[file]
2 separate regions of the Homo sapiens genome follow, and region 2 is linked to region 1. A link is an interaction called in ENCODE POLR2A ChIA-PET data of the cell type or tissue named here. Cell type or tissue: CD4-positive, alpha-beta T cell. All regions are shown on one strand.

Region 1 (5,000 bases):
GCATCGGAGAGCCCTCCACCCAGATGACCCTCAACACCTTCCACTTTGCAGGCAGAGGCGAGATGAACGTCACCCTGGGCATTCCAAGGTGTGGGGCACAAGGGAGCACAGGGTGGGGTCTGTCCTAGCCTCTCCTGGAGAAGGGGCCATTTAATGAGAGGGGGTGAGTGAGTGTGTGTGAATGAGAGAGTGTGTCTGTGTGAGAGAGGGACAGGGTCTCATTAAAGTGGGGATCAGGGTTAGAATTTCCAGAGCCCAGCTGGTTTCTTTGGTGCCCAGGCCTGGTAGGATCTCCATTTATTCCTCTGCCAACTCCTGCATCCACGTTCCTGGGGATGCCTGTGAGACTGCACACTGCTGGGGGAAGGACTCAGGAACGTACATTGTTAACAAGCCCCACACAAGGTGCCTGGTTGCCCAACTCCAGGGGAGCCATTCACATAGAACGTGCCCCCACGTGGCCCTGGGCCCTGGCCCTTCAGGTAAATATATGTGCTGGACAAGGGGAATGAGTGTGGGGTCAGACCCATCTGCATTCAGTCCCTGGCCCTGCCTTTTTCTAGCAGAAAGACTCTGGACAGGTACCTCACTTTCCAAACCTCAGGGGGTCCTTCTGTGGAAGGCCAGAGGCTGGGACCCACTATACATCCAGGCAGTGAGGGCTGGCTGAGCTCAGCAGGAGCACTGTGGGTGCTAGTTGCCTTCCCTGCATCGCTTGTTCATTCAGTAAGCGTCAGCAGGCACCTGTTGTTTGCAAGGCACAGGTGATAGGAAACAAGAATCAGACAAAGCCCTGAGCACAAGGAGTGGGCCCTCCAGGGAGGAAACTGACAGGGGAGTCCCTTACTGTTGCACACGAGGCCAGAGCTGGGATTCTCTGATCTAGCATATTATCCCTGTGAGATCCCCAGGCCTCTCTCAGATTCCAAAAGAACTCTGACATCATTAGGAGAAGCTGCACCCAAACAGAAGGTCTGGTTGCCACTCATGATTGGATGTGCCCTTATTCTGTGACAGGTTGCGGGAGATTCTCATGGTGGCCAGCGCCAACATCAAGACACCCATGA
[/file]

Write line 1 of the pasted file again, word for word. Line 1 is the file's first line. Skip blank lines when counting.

2 separate regions of the Homo sapiens genome follow, and region 2 is linked to region 1. A link is an interaction called in ENCODE POLR2A ChIA-PET data of the cell type or tissue named here. Cell type or tissue: CD4-positive, alpha-beta T cell. All regions are shown on one strand.